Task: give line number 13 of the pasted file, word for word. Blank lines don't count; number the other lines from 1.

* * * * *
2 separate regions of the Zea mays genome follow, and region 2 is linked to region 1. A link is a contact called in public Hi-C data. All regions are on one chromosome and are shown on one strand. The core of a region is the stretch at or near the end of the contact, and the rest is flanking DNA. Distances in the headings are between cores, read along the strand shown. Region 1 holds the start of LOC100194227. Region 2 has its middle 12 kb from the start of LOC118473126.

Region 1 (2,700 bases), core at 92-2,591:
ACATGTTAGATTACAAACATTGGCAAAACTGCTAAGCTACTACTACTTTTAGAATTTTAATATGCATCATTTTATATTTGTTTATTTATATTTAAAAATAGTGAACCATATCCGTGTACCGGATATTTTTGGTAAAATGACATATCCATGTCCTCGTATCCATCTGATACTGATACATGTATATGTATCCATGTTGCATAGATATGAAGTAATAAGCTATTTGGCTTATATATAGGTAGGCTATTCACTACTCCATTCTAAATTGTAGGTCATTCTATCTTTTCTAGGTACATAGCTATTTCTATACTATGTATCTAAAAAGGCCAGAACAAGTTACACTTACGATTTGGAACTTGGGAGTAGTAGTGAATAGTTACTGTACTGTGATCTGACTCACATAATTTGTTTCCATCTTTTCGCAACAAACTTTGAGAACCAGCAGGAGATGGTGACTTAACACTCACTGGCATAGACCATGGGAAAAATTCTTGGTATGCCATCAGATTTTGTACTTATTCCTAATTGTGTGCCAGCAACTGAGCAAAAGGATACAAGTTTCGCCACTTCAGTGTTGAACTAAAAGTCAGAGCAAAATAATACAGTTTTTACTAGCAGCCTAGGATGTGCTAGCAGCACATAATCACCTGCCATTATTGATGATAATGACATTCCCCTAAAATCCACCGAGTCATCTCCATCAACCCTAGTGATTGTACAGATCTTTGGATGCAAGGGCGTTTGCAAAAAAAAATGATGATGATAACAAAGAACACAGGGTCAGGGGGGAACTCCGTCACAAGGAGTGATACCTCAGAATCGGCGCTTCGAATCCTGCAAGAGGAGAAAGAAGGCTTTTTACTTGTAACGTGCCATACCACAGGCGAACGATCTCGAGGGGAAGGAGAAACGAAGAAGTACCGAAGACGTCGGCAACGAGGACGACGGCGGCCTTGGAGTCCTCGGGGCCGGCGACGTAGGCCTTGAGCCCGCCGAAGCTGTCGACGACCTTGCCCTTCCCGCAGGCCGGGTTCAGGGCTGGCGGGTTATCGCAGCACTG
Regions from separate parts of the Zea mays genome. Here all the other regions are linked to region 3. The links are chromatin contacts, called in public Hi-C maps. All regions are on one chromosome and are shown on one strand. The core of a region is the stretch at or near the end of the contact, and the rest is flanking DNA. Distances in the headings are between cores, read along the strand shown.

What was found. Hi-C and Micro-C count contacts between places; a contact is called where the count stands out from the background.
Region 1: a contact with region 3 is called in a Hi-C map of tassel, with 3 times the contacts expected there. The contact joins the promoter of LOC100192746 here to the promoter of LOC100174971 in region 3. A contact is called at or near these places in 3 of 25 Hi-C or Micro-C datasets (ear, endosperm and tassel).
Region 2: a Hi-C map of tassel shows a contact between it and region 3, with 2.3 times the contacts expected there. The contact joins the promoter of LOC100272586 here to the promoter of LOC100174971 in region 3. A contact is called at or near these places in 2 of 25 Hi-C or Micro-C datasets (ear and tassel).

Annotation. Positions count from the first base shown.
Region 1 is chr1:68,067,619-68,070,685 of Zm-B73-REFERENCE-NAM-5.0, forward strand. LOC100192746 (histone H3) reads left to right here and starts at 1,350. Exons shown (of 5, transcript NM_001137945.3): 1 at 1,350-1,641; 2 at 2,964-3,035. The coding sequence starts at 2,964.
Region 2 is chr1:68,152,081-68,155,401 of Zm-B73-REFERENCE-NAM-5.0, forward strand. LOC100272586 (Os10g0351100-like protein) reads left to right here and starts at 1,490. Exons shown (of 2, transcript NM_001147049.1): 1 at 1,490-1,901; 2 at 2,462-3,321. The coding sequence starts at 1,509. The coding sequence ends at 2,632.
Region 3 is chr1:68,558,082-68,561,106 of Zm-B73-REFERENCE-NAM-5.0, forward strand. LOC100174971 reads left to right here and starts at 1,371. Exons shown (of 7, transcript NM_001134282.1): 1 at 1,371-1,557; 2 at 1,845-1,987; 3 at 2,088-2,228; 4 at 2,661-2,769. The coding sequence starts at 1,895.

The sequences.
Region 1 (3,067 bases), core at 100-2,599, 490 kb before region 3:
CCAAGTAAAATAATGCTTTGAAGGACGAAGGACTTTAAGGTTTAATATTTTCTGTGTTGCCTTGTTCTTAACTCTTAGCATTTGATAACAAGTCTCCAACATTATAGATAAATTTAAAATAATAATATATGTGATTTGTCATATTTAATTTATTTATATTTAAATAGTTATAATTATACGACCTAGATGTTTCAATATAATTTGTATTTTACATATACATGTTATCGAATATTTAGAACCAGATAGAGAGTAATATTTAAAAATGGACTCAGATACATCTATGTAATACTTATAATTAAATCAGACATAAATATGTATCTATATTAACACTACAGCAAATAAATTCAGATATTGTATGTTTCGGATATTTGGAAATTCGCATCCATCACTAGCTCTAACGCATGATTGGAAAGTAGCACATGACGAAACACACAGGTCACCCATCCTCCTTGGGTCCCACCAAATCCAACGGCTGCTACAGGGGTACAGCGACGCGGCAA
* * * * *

Region 1 (3,067 bases), core at 100-2,599, 490 kb before region 3: